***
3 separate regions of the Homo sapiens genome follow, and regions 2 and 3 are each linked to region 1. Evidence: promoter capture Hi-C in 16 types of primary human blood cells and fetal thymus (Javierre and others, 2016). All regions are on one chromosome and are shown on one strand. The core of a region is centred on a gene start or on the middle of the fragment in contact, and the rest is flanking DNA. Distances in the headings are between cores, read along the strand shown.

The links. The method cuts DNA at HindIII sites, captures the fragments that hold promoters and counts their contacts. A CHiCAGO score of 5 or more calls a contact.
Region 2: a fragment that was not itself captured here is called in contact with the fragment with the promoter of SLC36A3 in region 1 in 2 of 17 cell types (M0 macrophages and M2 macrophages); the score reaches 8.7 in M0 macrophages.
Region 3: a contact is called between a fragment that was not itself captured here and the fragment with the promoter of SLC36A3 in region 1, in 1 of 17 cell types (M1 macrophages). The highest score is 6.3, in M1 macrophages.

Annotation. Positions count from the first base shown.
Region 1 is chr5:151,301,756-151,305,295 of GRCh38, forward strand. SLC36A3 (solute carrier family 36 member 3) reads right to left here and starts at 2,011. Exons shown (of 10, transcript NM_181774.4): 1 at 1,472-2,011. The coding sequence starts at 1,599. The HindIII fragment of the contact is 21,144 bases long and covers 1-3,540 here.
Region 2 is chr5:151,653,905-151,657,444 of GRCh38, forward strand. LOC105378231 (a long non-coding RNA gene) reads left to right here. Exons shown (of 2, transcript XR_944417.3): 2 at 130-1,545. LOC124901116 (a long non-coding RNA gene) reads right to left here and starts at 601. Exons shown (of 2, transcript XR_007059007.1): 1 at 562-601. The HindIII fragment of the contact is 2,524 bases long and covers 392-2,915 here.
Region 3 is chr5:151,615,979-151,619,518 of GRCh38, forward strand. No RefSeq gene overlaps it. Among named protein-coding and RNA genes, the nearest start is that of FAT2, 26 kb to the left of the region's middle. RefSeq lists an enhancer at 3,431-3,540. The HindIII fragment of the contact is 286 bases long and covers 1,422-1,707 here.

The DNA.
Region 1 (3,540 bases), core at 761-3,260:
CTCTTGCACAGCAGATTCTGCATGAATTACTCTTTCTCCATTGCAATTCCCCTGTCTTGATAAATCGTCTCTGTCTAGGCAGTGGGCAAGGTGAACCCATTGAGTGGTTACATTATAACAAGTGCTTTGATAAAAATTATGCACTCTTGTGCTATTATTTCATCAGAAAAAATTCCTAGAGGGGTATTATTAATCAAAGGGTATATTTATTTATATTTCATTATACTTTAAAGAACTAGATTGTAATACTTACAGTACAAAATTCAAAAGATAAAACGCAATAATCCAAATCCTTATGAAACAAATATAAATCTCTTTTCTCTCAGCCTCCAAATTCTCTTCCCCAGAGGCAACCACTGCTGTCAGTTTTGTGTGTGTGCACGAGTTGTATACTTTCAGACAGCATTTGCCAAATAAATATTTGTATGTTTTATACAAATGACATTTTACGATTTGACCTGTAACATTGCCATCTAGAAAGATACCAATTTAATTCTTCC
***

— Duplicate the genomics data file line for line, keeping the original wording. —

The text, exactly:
3 separate regions of the Homo sapiens genome follow, and regions 2 and 3 are each linked to region 1. Evidence: promoter capture Hi-C in 16 types of primary human blood cells and fetal thymus (Javierre and others, 2016). All regions are on one chromosome and are shown on one strand. The core of a region is centred on a gene start or on the middle of the fragment in contact, and the rest is flanking DNA. Distances in the headings are between cores, read along the strand shown.

The links. The method cuts DNA at HindIII sites, captures the fragments that hold promoters and counts their contacts. A CHiCAGO score of 5 or more calls a contact.
Region 2: a fragment that was not itself captured here is called in contact with the fragment with the promoter of SLC36A3 in region 1 in 2 of 17 cell types (M0 macrophages and M2 macrophages); the score reaches 8.7 in M0 macrophages.
Region 3: a contact is called between a fragment that was not itself captured here and the fragment with the promoter of SLC36A3 in region 1, in 1 of 17 cell types (M1 macrophages). The highest score is 6.3, in M1 macrophages.

Annotation. Positions count from the first base shown.
Region 1 is chr5:151,301,756-151,305,295 of GRCh38, forward strand. SLC36A3 (solute carrier family 36 member 3) reads right to left here and starts at 2,011. Exons shown (of 10, transcript NM_181774.4): 1 at 1,472-2,011. The coding sequence starts at 1,599. The HindIII fragment of the contact is 21,144 bases long and covers 1-3,540 here.
Region 2 is chr5:151,653,905-151,657,444 of GRCh38, forward strand. LOC105378231 (a long non-coding RNA gene) reads left to right here. Exons shown (of 2, transcript XR_944417.3): 2 at 130-1,545. LOC124901116 (a long non-coding RNA gene) reads right to left here and starts at 601. Exons shown (of 2, transcript XR_007059007.1): 1 at 562-601. The HindIII fragment of the contact is 2,524 bases long and covers 392-2,915 here.
Region 3 is chr5:151,615,979-151,619,518 of GRCh38, forward strand. No RefSeq gene overlaps it. Among named protein-coding and RNA genes, the nearest start is that of FAT2, 26 kb to the left of the region's middle. RefSeq lists an enhancer at 3,431-3,540. The HindIII fragment of the contact is 286 bases long and covers 1,422-1,707 here.

The DNA.
Region 1 (3,540 bases), core at 761-3,260:
CTCTTGCACAGCAGATTCTGCATGAATTACTCTTTCTCCATTGCAATTCCCCTGTCTTGATAAATCGTCTCTGTCTAGGCAGTGGGCAAGGTGAACCCATTGAGTGGTTACATTATAACAAGTGCTTTGATAAAAATTATGCACTCTTGTGCTATTATTTCATCAGAAAAAATTCCTAGAGGGGTATTATTAATCAAAGGGTATATTTATTTATATTTCATTATACTTTAAAGAACTAGATTGTAATACTTACAGTACAAAATTCAAAAGATAAAACGCAATAATCCAAATCCTTATGAAACAAATATAAATCTCTTTTCTCTCAGCCTCCAAATTCTCTTCCCCAGAGGCAACCACTGCTGTCAGTTTTGTGTGTGTGCACGAGTTGTATACTTTCAGACAGCATTTGCCAAATAAATATTTGTATGTTTTATACAAATGACATTTTACGATTTGACCTGTAACATTGCCATCTAGAAAGATACCAATTTAATTCTTCC